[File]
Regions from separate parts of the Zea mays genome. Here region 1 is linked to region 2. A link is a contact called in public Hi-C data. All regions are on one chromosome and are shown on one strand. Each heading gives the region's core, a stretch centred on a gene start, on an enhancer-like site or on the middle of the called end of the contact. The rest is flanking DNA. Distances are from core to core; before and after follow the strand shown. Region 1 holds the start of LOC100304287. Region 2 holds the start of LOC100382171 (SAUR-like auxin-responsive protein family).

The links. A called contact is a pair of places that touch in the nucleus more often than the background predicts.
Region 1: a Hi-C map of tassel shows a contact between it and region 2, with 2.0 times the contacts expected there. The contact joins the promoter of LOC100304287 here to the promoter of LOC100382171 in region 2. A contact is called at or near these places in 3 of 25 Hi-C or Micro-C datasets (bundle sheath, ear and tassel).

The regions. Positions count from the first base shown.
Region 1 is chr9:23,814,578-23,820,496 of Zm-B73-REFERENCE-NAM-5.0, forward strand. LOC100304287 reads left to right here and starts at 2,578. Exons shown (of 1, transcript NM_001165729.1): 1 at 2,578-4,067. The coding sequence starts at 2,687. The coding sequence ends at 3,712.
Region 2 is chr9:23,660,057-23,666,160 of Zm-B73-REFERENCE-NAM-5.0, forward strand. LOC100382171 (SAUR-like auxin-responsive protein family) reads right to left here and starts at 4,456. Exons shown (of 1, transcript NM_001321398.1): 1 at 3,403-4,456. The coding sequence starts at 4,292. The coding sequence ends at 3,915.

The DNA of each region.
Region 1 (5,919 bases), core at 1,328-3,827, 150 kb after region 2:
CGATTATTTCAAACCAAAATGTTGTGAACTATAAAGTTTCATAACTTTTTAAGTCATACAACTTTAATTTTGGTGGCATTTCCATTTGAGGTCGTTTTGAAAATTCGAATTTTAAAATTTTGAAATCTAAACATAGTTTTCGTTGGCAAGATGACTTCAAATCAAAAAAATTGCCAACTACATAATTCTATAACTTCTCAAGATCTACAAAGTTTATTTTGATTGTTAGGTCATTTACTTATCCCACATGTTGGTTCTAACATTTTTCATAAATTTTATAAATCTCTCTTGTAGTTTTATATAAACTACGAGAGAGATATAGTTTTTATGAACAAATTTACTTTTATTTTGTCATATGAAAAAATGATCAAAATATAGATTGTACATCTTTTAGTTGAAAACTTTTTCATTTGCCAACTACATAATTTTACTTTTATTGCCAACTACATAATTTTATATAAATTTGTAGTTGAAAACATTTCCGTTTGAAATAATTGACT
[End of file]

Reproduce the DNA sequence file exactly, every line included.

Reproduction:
Regions from separate parts of the Zea mays genome. Here region 1 is linked to region 2. A link is a contact called in public Hi-C data. All regions are on one chromosome and are shown on one strand. Each heading gives the region's core, a stretch centred on a gene start, on an enhancer-like site or on the middle of the called end of the contact. The rest is flanking DNA. Distances are from core to core; before and after follow the strand shown. Region 1 holds the start of LOC100304287. Region 2 holds the start of LOC100382171 (SAUR-like auxin-responsive protein family).

The links. A called contact is a pair of places that touch in the nucleus more often than the background predicts.
Region 1: a Hi-C map of tassel shows a contact between it and region 2, with 2.0 times the contacts expected there. The contact joins the promoter of LOC100304287 here to the promoter of LOC100382171 in region 2. A contact is called at or near these places in 3 of 25 Hi-C or Micro-C datasets (bundle sheath, ear and tassel).

The regions. Positions count from the first base shown.
Region 1 is chr9:23,814,578-23,820,496 of Zm-B73-REFERENCE-NAM-5.0, forward strand. LOC100304287 reads left to right here and starts at 2,578. Exons shown (of 1, transcript NM_001165729.1): 1 at 2,578-4,067. The coding sequence starts at 2,687. The coding sequence ends at 3,712.
Region 2 is chr9:23,660,057-23,666,160 of Zm-B73-REFERENCE-NAM-5.0, forward strand. LOC100382171 (SAUR-like auxin-responsive protein family) reads right to left here and starts at 4,456. Exons shown (of 1, transcript NM_001321398.1): 1 at 3,403-4,456. The coding sequence starts at 4,292. The coding sequence ends at 3,915.

The DNA of each region.
Region 1 (5,919 bases), core at 1,328-3,827, 150 kb after region 2:
CGATTATTTCAAACCAAAATGTTGTGAACTATAAAGTTTCATAACTTTTTAAGTCATACAACTTTAATTTTGGTGGCATTTCCATTTGAGGTCGTTTTGAAAATTCGAATTTTAAAATTTTGAAATCTAAACATAGTTTTCGTTGGCAAGATGACTTCAAATCAAAAAAATTGCCAACTACATAATTCTATAACTTCTCAAGATCTACAAAGTTTATTTTGATTGTTAGGTCATTTACTTATCCCACATGTTGGTTCTAACATTTTTCATAAATTTTATAAATCTCTCTTGTAGTTTTATATAAACTACGAGAGAGATATAGTTTTTATGAACAAATTTACTTTTATTTTGTCATATGAAAAAATGATCAAAATATAGATTGTACATCTTTTAGTTGAAAACTTTTTCATTTGCCAACTACATAATTTTACTTTTATTGCCAACTACATAATTTTATATAAATTTGTAGTTGAAAACATTTCCGTTTGAAATAATTGACT